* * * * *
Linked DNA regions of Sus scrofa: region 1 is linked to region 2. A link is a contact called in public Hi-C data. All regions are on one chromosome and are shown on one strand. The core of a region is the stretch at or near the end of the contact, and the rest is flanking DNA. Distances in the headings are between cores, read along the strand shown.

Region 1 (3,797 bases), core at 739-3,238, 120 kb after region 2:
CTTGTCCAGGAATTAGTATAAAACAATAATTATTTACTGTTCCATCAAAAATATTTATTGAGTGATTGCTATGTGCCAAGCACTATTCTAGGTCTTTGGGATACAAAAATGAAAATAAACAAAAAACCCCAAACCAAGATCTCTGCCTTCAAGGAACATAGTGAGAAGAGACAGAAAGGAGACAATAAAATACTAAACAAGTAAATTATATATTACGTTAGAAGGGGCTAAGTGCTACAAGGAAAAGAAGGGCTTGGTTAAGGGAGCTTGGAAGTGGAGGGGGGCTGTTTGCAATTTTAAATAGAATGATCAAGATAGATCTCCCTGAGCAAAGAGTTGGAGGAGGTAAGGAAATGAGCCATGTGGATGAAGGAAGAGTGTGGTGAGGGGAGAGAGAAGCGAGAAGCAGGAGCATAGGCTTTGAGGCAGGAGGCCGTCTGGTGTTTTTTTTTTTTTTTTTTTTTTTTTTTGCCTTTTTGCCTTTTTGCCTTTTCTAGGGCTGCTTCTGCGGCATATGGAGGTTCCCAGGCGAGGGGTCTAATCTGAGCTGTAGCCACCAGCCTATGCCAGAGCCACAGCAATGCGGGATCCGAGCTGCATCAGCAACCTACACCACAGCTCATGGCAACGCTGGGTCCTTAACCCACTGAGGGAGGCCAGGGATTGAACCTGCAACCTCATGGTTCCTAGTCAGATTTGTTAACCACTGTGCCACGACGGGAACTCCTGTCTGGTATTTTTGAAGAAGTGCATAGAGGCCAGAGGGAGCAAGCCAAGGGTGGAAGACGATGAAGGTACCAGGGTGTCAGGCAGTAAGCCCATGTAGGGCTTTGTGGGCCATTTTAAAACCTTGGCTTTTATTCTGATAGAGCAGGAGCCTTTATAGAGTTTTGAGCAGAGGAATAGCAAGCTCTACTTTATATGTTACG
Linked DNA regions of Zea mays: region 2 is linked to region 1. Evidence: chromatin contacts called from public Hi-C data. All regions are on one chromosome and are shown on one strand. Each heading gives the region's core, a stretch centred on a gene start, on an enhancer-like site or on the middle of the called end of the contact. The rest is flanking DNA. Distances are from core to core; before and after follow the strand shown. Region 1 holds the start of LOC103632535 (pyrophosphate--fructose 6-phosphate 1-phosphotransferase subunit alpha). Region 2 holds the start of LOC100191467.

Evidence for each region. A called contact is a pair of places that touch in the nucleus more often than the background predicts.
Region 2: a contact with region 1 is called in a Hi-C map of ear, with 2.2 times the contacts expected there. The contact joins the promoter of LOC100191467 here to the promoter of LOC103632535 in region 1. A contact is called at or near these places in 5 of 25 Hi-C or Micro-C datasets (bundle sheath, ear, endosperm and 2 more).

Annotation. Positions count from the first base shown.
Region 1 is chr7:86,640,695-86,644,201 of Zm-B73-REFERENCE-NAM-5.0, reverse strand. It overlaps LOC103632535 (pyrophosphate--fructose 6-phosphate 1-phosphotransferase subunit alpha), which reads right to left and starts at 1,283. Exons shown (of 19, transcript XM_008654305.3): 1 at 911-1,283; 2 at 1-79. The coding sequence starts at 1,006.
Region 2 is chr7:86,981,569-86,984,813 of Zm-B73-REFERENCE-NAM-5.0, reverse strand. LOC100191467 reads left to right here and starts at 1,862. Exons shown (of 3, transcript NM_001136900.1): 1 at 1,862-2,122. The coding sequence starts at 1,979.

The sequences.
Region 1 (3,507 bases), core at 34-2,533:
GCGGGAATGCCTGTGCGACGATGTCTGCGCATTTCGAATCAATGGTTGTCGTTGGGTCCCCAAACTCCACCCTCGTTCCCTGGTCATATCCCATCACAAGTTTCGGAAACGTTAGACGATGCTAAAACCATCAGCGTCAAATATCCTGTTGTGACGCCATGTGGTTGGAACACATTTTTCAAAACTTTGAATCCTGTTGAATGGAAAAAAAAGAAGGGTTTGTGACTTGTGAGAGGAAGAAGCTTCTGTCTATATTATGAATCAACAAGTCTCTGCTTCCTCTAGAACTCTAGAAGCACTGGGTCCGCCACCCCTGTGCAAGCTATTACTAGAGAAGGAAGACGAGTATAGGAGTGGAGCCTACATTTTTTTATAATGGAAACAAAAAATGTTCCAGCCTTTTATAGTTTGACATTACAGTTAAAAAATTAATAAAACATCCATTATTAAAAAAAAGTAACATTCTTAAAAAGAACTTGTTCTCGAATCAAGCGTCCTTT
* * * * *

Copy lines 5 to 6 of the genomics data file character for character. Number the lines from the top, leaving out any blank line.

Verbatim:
Evidence for each region. A called contact is a pair of places that touch in the nucleus more often than the background predicts.
Region 2: a contact with region 1 is called in a Hi-C map of ear, with 2.2 times the contacts expected there. The contact joins the promoter of LOC100191467 here to the promoter of LOC103632535 in region 1. A contact is called at or near these places in 5 of 25 Hi-C or Micro-C datasets (bundle sheath, ear, endosperm and 2 more).